The workers came from mining towns across the region, discussing their plans in pubs and passing the word from community to community.
But when they gathered near to the current Forge Retail Park, the Shropshire Yeomanry were waiting for them.
The 1821 Cinderloo Uprising is a working class story rarely told in Shropshire, despite it changing the course of the area's history.
And nearly 200 years on, a new group is looking to mark the struggle of those who risked everything for a fair wage.
Pete Jackson, member of the Cinderloo 1821 committee, said that the story runs contrary to the way we sometimes look at Victorian life in the area.
"This story highlights the conditions that working people were living in in that time," he said.
"It highlights the brutality of the conditions they were working in. It goes counter to the image that the Ironbridge museums present of a fairly twee existence in Victorian times of people hop, skip and jumping around and baking bread and all being happy.
"Actually people from a very young age – some as young as six, girls from 13 – were working 14 to 18 hours a day doing very hard physical work.
"We have the idea of the Iron Bridge, of the Darbys, of the Ironwork owners being innovative with their technology, but the price that people paid for that was to work in conditions that were brutal.
"The idea that people weren't going along with that and weren't thinking how wonderful it all was doesn't go along with the narrative of Telford as it is now."
The local ironmasters made an illegal pact to lower all their workers' wages by 6d – or about £1.20 in today's money.
It was their sudden and significant pay drop that riled up the miners and colliery workers, and led to them marching through the town in February 1821.
Magistrate Thomas Eyton read them the riot act and gave them an hour to leave, but the marchers, armed with tools and sticks, were having none of it.
The Shropshire Yeomanry, a regiment of the army, was ordered to advance and disperse or arrest the troublemakers.
But while they tried to make their arrests, the crowd started throwing stones and slag. Those captured were set free and, in the panic, the Yeomanry started shooting.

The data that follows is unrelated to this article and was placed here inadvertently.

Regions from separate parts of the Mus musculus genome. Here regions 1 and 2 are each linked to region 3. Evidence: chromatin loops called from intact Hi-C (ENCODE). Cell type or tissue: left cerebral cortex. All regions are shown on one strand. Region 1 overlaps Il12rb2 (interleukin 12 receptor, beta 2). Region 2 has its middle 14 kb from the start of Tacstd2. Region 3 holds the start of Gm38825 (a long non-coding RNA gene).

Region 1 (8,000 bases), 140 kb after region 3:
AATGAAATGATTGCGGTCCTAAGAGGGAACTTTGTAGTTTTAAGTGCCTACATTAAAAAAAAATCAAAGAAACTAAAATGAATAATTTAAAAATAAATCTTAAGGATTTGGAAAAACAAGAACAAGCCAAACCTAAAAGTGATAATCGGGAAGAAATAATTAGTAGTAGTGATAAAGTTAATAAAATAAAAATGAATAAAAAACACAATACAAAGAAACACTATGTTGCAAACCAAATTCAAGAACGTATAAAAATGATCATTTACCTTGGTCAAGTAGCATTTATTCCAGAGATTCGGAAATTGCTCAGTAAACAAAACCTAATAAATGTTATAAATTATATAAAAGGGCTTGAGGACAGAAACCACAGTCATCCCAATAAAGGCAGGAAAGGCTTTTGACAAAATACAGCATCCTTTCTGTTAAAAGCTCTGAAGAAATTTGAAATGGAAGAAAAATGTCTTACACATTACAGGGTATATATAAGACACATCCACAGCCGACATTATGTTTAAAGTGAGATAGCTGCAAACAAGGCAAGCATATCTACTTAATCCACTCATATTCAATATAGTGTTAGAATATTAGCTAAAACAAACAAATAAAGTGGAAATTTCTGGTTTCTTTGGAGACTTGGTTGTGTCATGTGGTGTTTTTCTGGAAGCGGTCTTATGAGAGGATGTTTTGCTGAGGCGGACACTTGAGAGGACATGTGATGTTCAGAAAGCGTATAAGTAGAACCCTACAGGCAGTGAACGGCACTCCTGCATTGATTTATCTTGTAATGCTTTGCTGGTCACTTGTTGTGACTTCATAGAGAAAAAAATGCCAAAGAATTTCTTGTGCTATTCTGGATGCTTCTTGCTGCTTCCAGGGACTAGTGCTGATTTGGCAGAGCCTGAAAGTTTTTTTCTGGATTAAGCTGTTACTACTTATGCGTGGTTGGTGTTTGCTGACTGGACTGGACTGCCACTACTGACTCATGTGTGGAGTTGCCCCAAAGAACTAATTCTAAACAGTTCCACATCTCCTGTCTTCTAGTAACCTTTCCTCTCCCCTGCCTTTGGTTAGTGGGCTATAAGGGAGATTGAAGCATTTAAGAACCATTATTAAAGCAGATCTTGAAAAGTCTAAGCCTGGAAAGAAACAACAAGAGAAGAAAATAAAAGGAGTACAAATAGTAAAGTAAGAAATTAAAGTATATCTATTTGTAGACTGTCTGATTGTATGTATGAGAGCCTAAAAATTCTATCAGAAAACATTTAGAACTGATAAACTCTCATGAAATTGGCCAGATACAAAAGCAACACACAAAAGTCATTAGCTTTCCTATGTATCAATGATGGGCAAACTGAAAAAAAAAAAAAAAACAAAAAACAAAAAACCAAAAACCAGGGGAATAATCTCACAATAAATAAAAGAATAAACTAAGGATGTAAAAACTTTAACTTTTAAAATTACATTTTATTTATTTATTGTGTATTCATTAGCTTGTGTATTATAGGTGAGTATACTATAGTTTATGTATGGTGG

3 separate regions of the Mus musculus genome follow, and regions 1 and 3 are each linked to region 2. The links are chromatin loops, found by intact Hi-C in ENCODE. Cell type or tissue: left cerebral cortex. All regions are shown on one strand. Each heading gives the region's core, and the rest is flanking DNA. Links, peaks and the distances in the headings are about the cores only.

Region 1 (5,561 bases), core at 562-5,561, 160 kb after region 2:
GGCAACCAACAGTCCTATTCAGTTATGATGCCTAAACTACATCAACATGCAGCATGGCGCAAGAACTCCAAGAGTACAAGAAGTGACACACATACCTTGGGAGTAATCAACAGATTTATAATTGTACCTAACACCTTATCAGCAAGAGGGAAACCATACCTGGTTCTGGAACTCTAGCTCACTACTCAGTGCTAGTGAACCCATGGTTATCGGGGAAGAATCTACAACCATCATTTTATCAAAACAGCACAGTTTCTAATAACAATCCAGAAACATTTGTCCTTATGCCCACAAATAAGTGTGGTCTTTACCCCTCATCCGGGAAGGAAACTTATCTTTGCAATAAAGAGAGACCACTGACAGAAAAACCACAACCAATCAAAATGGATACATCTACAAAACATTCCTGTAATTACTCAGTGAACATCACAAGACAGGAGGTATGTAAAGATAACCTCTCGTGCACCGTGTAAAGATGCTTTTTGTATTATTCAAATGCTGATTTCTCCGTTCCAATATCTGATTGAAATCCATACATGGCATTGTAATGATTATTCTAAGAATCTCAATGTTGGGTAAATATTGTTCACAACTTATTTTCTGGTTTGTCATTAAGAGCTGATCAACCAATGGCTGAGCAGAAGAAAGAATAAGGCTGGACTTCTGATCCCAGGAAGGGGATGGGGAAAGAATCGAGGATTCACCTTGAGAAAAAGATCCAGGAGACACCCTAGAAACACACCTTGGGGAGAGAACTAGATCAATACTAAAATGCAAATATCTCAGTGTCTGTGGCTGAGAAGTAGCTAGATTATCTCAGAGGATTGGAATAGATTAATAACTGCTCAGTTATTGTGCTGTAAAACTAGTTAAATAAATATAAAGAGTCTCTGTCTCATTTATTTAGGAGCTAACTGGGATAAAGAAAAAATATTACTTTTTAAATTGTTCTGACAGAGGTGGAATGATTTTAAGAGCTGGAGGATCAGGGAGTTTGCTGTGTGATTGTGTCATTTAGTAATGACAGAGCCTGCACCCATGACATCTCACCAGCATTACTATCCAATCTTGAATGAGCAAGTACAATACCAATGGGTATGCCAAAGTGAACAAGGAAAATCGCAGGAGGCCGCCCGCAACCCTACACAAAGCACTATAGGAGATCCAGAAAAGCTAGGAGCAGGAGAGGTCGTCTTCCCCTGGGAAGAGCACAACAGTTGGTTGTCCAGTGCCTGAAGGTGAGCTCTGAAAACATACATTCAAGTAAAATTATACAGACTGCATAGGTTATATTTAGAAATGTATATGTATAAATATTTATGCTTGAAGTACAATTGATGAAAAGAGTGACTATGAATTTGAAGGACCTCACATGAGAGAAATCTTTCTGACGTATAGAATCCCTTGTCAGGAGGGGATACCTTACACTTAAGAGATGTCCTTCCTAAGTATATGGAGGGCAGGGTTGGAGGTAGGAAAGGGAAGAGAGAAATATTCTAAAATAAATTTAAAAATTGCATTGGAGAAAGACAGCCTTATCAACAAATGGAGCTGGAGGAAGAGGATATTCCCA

William Bird, an eighteen-year-old collier from Coalpit Bank was killed outright, while Thomas Gittins was mortally wounded.
Tom Palin, a collieryman from Hollinswood, was also shot. He went to his doctors to get the wound treated, but in doing so signed his own death warrant.
"They only found out about him being involved because he went to his doctor in Donnington," Pete said.
"The doctor told the story to someone else who thought it was evidence he was there.
"We think he was about 24. He could have been working down the pits for 16 years before his death. He was hanged in Shrewsbury. Before they put the noose around his neck, someone shouted 'farewell Tom'.
"He hanged for five minutes before he died. He's buried in Shifnal, and it's interesting to know that the vicar of the time allowed someone who was executed to be buried there."
After the uprising, most ironmasters agreed to "just" reduce the pay by 4d.
But it had a longer lasting impact on the area.
The discontent got more people talking about trade unions, about other events across the country.
And Methodist preachers arrived in Telford from Stoke and other nearby towns, helping the working class to find comfort from their hard lives through God.
"This was a whole community that saw itself under siege," Pete said.
"These people had a hard existence. The women were part of the crowd, and young children were there as well. They were as raucous as the men. The crowd thought it had nothing else to lose."
It's only a little more than two years until the 200th anniversary of the Cinderloo uprising, and the Cinderloo 1821 group wants to change the often ignored period of local history.
They want to speak with children about the time period, highlighting both the historical events and how it impacts on the future.
But the group is also looking to mark the event, to find some way to remember those who died and fought.
"Tom Palin was just standing up for his mates, for the rights of people," Pete said. "There's a social justice angle about people standing up for what they believe in.
"This is a story for the future as well as the past. It's about the sense of community and the power they have when they work together.
"We want to involve as many people to raise awareness about the story. There's lot of creative ideas about what we can do.
"There's the idea of following the route the guys would have followed, there's the idea of doing artwork, and we want to make sure there's something that's left. At Forge Retail Park the only acknowledgement that this might have been industrial land is the name.
"There's no record of the Cinderloo uprising. We want to remind people that this is an event that took place and that we should be proud and learn from it."
For more information about Cinderloo or about the group visit cinderloo.com